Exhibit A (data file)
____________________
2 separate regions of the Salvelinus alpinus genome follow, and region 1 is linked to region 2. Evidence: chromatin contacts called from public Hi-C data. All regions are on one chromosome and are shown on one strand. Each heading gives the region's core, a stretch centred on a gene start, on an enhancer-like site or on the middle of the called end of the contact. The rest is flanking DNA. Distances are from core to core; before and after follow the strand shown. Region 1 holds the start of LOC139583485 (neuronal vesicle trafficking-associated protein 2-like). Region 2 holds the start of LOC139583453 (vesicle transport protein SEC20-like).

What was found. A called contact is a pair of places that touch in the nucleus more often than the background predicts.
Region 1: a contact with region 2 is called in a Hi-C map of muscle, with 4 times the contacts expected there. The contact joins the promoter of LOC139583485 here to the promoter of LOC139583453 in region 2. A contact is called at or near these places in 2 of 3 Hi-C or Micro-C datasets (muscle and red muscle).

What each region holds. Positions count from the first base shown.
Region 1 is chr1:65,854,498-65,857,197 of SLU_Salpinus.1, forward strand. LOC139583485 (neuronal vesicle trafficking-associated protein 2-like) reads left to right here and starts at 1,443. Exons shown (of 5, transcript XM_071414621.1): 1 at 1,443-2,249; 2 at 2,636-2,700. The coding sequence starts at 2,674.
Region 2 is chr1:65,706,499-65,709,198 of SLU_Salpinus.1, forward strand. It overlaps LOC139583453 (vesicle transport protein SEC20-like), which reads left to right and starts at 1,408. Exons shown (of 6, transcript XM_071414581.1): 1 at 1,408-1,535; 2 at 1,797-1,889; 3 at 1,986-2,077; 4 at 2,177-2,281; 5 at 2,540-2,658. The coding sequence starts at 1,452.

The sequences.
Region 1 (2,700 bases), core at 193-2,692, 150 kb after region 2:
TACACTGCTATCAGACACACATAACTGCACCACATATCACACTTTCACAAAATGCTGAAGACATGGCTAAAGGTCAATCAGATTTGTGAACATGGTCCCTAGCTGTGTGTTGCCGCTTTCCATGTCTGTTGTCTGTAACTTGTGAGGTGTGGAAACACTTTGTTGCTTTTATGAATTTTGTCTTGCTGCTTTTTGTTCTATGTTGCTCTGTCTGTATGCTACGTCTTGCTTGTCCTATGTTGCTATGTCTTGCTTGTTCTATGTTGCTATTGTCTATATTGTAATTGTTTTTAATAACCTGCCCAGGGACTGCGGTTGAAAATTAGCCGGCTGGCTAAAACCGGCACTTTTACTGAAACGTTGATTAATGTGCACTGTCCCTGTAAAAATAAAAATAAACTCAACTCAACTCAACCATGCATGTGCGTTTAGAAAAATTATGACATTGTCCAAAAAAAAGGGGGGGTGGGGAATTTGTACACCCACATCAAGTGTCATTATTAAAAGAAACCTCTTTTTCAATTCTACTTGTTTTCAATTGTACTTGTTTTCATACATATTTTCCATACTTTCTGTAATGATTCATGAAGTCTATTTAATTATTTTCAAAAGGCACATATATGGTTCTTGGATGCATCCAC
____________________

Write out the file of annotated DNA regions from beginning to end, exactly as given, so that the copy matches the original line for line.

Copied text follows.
2 separate regions of the Salvelinus alpinus genome follow, and region 1 is linked to region 2. Evidence: chromatin contacts called from public Hi-C data. All regions are on one chromosome and are shown on one strand. Each heading gives the region's core, a stretch centred on a gene start, on an enhancer-like site or on the middle of the called end of the contact. The rest is flanking DNA. Distances are from core to core; before and after follow the strand shown. Region 1 holds the start of LOC139583485 (neuronal vesicle trafficking-associated protein 2-like). Region 2 holds the start of LOC139583453 (vesicle transport protein SEC20-like).

What was found. A called contact is a pair of places that touch in the nucleus more often than the background predicts.
Region 1: a contact with region 2 is called in a Hi-C map of muscle, with 4 times the contacts expected there. The contact joins the promoter of LOC139583485 here to the promoter of LOC139583453 in region 2. A contact is called at or near these places in 2 of 3 Hi-C or Micro-C datasets (muscle and red muscle).

What each region holds. Positions count from the first base shown.
Region 1 is chr1:65,854,498-65,857,197 of SLU_Salpinus.1, forward strand. LOC139583485 (neuronal vesicle trafficking-associated protein 2-like) reads left to right here and starts at 1,443. Exons shown (of 5, transcript XM_071414621.1): 1 at 1,443-2,249; 2 at 2,636-2,700. The coding sequence starts at 2,674.
Region 2 is chr1:65,706,499-65,709,198 of SLU_Salpinus.1, forward strand. It overlaps LOC139583453 (vesicle transport protein SEC20-like), which reads left to right and starts at 1,408. Exons shown (of 6, transcript XM_071414581.1): 1 at 1,408-1,535; 2 at 1,797-1,889; 3 at 1,986-2,077; 4 at 2,177-2,281; 5 at 2,540-2,658. The coding sequence starts at 1,452.

The sequences.
Region 1 (2,700 bases), core at 193-2,692, 150 kb after region 2:
TACACTGCTATCAGACACACATAACTGCACCACATATCACACTTTCACAAAATGCTGAAGACATGGCTAAAGGTCAATCAGATTTGTGAACATGGTCCCTAGCTGTGTGTTGCCGCTTTCCATGTCTGTTGTCTGTAACTTGTGAGGTGTGGAAACACTTTGTTGCTTTTATGAATTTTGTCTTGCTGCTTTTTGTTCTATGTTGCTCTGTCTGTATGCTACGTCTTGCTTGTCCTATGTTGCTATGTCTTGCTTGTTCTATGTTGCTATTGTCTATATTGTAATTGTTTTTAATAACCTGCCCAGGGACTGCGGTTGAAAATTAGCCGGCTGGCTAAAACCGGCACTTTTACTGAAACGTTGATTAATGTGCACTGTCCCTGTAAAAATAAAAATAAACTCAACTCAACTCAACCATGCATGTGCGTTTAGAAAAATTATGACATTGTCCAAAAAAAAGGGGGGGTGGGGAATTTGTACACCCACATCAAGTGTCATTATTAAAAGAAACCTCTTTTTCAATTCTACTTGTTTTCAATTGTACTTGTTTTCATACATATTTTCCATACTTTCTGTAATGATTCATGAAGTCTATTTAATTATTTTCAAAAGGCACATATATGGTTCTTGGATGCATCCAC